First, examine whether this may be accomplished without the use of chemicals, such as by digging out the problem or using mulch to inhibit it. Chemical controls may be required if these methods are not viable.

Creeping buttercup is a weed that grows in moist, shady areas. It can be difficult to remove because it spreads by means of underground runners or self-sown seedlings. The best way to get rid of this weed for good is with glyphosate (weed killer).

Method One – Herbicide Treatment

Glyphosate-based weedkillers (such as Roundup Fast Acting, SBM Job Done General Purpose Weedkiller, or Doff Advanced Weedkiller) are effective against creeping buttercup.

Due to the non-selective nature of glyphosate, it is critical to avoid spray or spray drift coming into touch with garden plants. In cold, calm weather, use a ready-to-use spray or the gel formulation (Roundup Gel) to treat weeds in the immediate area of garden plants.

Glyphosate will kill this weed but not other plants so should only be applied before planting anything else nearby since this herbicide does affect any plant life as well as animals using area water sources such as streams or rivers.

While spraying, branches or shoots can be kept back with canes or by covering or screening them, but make sure the weed foliage has dried before releasing the branches or removing the covering.

Method Two – Digging it out

Digging and hoeing will destroy this weed. Alternatively, smother it with a sheet of black plastic mulch. This should be left in place all summer.

Light cultivation encourages rot while discouraging regrowth by breaking up root system structures when used repeatedly over time.

Golden Creeping Buttercups view close up of the flower of Ranunculus repens Golden Creeping Buttercups view close up of the flower of Ranunculus repens
Golden Creeping Buttercups view close up of the flower of Ranunculus repens Golden Creeping Buttercups view close up of the flower of Ranunculus repens

Management of Creeping Buttercup

In warmer conditions, regular and aggressive cultivation is used to manage creeping buttercup. Plants that have been severely harmed by a single isolated culture can recover.

Plants buried below 15 cm may be killed by deep ploughing, but this weed can survive shallow burial. The destruction of a grass sward, especially in the spring, creates ideal conditions for the weed’s seedlings to colonise quickly before a new crop emerges.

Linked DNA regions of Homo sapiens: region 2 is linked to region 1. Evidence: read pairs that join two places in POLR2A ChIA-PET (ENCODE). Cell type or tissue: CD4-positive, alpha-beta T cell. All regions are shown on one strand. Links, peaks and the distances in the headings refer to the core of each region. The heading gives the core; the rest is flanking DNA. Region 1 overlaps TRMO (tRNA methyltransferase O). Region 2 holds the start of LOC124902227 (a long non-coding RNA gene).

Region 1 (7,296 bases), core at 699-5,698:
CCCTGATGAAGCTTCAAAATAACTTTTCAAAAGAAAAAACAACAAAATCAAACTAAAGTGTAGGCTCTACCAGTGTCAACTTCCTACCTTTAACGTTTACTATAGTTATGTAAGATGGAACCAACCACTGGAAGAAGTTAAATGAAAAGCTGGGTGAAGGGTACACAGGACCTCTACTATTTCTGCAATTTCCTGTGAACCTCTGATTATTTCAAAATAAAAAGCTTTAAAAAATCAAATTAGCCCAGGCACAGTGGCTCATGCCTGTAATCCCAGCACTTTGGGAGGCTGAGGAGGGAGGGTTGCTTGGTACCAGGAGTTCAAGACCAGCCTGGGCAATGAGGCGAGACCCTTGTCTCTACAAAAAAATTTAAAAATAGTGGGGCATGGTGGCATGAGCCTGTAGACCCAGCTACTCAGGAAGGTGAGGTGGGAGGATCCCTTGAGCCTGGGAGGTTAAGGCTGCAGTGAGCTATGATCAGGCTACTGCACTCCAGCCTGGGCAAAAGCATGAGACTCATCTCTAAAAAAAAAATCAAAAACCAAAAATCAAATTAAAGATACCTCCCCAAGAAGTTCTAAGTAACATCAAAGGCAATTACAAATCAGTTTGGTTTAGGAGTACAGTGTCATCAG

It’s advisable to clean up the ground after ploughing with one or more root crops before putting it back on the grass.

The most effective way to control creeping buttercup is by digging out the plants in early autumn before they have had a chance to flower.

Creeping buttercups are perennial weeds which means that they will return if you miss any sections, so be sure not to leave stray pieces behind and finish up with soil where there were once leaves or roots.

Creeping buttercup is very prolific in the spring, and it seems like there’s no end to them. They can be frustrating for homeowners who want their lawns looking nice, but they’re also a problem for farmers as well.

This weed not only looks ugly; its roots travel deep into fragile soil where delicate plants grow such as carrots or lettuce that need fertile ground to produce good yields which make creeping buttercup extremely hardy.

Luckily, we have an answer: if you don’t get rid of this plant with herbicides then pull it up by hand when your garden has been fertilized properly those pesky growths should disappear after several years.

In Conclusion

Creeping buttercup is an invasive weed that spreads quickly and can easily overrun a garden.

We hope our ultimate guide has been helpful for identifying them so we want to offer one last bit of advice about how best to remove these weeds from your property as humanely as possible.


How does Creeping Buttercup spread?

Through spreading runners and seeds.